Monday, September 26, 2011

Between The Lines

The majority of my efforts as an illustrator have been hindered by an overbearing left brain. Early efforts were influenced by comic artists mostly, and later, M.C. Escher. I find the best work to be that of the impressionists, whose images translate to the sense and feeling of the subject, rather than defining it.

It is the most difficult to capture - the essence of life itself. I once tried to explain this to Miss B in her work - to unfocus and draw what is not there. Whether it is line work, painting or sculpture, the work of my children, and children in general, has always seemed to capture this for me. A simplicity, the adumbration of the subject, that which non-artistic adult minds are too cluttered to see frequently.

In D.H. Lawrence's Sons and Lovers, the artist provides this wonderful explanation as he helps an admirer understand why they like a particular work so well:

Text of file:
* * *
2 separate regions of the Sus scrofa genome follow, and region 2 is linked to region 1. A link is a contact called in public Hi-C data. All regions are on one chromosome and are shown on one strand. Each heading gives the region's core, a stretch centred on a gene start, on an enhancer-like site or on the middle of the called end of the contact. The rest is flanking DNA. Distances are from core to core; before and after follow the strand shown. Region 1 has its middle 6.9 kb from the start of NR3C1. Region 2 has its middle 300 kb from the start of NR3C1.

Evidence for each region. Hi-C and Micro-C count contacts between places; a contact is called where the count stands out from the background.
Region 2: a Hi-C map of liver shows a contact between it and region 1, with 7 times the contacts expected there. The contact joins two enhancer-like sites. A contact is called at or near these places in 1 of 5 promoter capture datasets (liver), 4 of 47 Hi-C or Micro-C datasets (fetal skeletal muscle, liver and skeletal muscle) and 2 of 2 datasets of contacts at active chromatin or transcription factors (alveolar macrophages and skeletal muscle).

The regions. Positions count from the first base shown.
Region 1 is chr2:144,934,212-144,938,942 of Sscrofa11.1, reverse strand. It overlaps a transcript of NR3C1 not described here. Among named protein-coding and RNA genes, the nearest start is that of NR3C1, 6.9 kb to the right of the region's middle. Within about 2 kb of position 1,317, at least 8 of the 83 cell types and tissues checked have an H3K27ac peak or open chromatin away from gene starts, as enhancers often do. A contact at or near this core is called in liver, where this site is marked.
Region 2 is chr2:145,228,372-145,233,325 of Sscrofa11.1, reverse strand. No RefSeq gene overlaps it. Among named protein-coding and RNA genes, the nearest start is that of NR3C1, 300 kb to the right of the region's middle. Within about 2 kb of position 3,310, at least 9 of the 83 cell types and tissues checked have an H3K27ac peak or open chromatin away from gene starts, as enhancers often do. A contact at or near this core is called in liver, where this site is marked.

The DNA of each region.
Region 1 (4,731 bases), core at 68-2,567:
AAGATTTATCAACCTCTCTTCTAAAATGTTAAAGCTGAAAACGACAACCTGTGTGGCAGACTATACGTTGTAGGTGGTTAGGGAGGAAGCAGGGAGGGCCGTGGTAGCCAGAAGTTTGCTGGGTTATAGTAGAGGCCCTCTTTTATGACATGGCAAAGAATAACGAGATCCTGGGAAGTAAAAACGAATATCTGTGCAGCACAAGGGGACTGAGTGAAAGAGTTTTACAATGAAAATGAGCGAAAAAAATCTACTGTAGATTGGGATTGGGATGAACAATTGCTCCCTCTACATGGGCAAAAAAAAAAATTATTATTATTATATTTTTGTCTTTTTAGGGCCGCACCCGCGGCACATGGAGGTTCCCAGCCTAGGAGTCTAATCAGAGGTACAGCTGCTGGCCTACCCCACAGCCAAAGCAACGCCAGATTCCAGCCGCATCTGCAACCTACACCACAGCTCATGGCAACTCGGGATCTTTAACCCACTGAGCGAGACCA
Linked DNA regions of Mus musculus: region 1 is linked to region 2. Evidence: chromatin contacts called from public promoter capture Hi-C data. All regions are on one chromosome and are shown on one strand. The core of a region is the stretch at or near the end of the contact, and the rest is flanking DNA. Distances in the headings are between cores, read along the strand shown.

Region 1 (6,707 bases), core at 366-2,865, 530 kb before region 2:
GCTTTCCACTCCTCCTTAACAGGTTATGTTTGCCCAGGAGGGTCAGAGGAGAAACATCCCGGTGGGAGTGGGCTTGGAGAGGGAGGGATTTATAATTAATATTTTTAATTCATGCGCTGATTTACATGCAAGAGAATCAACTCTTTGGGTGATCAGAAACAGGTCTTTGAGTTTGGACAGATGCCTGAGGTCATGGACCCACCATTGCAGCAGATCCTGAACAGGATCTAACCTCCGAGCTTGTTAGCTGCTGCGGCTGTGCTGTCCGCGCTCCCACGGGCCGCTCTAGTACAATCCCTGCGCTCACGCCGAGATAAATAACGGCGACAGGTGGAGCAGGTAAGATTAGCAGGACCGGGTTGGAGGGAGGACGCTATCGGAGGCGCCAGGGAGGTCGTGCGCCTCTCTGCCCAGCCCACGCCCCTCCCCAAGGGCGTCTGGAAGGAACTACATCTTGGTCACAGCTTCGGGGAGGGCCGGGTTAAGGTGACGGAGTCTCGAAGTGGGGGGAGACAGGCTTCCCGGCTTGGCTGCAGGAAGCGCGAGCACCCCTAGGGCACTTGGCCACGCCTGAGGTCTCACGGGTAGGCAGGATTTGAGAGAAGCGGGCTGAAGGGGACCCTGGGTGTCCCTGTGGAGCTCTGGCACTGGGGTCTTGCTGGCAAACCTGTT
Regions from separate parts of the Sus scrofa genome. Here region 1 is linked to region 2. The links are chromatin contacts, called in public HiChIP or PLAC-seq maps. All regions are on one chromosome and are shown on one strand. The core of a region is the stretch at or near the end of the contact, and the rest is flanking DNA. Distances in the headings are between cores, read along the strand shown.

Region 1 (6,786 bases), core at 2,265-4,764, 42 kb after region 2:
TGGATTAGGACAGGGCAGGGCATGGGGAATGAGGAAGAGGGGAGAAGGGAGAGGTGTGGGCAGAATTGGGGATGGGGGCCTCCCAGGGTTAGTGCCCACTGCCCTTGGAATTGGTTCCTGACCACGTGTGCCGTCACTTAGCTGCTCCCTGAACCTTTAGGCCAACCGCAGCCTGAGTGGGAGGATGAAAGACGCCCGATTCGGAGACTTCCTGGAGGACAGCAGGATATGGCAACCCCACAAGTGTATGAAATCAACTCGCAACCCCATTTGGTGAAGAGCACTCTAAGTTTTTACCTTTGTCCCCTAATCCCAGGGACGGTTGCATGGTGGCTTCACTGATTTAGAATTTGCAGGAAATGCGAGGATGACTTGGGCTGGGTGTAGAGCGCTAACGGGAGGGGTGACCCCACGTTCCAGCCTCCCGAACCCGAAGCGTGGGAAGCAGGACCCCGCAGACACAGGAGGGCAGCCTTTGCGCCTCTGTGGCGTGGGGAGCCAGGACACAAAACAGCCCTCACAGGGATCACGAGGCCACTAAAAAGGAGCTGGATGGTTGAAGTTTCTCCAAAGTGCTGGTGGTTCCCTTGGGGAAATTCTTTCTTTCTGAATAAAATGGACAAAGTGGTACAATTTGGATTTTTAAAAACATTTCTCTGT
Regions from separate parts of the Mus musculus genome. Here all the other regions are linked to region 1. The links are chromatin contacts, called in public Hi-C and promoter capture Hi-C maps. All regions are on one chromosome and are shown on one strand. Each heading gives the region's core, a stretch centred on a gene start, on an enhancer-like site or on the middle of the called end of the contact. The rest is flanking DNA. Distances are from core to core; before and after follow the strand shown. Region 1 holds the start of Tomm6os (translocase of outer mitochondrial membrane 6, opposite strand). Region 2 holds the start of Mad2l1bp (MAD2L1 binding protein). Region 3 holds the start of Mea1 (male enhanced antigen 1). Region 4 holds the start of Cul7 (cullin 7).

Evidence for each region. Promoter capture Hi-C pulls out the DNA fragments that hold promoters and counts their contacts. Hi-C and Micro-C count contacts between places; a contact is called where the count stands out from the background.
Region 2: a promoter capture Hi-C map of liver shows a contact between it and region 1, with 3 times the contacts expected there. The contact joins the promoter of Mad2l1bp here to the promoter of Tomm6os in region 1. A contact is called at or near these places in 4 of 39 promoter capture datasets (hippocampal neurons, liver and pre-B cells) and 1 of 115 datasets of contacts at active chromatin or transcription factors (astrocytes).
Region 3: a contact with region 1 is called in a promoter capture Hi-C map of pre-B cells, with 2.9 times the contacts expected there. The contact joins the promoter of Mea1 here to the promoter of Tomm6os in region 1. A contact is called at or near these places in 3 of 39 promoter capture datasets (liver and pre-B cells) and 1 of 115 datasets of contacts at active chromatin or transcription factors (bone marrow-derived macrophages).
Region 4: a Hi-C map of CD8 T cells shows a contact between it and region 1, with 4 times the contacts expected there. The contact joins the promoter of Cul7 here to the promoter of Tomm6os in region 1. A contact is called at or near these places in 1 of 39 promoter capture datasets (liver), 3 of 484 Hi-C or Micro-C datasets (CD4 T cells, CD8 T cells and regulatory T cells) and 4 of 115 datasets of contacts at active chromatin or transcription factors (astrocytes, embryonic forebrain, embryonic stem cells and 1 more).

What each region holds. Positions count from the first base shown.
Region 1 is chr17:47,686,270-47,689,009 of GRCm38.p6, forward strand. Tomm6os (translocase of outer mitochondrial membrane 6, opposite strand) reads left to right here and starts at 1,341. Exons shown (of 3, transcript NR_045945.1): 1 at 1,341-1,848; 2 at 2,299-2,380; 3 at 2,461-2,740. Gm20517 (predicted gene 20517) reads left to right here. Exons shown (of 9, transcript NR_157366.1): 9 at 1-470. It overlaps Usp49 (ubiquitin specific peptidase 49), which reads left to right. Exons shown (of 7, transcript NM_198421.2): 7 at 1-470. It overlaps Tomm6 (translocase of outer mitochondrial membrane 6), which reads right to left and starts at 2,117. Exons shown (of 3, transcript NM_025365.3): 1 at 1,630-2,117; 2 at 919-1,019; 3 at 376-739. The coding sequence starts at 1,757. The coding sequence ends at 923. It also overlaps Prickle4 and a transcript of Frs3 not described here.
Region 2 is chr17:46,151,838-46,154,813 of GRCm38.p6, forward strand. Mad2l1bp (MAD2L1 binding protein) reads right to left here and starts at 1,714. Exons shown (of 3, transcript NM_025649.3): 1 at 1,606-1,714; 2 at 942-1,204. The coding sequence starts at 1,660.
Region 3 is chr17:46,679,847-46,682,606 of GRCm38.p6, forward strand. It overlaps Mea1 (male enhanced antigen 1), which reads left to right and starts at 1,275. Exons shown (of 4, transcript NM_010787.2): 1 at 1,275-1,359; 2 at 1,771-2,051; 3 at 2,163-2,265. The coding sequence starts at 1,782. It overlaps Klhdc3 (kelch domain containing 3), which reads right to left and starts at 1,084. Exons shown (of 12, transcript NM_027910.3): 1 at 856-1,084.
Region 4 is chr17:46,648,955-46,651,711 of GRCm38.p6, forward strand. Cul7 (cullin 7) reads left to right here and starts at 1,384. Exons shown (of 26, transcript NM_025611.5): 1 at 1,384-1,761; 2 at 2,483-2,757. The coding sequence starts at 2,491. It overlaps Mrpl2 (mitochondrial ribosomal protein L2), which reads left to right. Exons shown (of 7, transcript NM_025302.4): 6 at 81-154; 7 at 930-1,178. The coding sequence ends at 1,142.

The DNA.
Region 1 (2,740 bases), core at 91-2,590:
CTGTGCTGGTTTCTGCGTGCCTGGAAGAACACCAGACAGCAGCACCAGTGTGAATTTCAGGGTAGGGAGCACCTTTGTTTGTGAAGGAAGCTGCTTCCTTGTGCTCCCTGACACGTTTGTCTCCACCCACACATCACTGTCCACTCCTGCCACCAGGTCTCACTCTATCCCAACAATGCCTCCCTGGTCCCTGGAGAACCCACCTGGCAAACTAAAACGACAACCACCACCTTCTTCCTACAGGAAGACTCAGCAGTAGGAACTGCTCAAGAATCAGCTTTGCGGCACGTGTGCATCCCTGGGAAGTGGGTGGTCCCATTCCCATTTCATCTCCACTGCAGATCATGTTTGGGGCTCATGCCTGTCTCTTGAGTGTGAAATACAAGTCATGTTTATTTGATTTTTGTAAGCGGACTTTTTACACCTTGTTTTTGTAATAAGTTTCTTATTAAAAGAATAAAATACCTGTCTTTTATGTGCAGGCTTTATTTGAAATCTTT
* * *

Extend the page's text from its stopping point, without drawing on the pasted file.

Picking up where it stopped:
“It’s because there is scarcely any shadow in it; it’s more shimmery, as if I’d painted the shimmering protoplasm in the leaves and everywhere, and not the stiffness of the shape. That seems dead to me. Only this shimmeriness is the real living. The shape is dead crust. The shimmer is inside really.”

And thus we live between the lines, but it's OK when we color outside of them.

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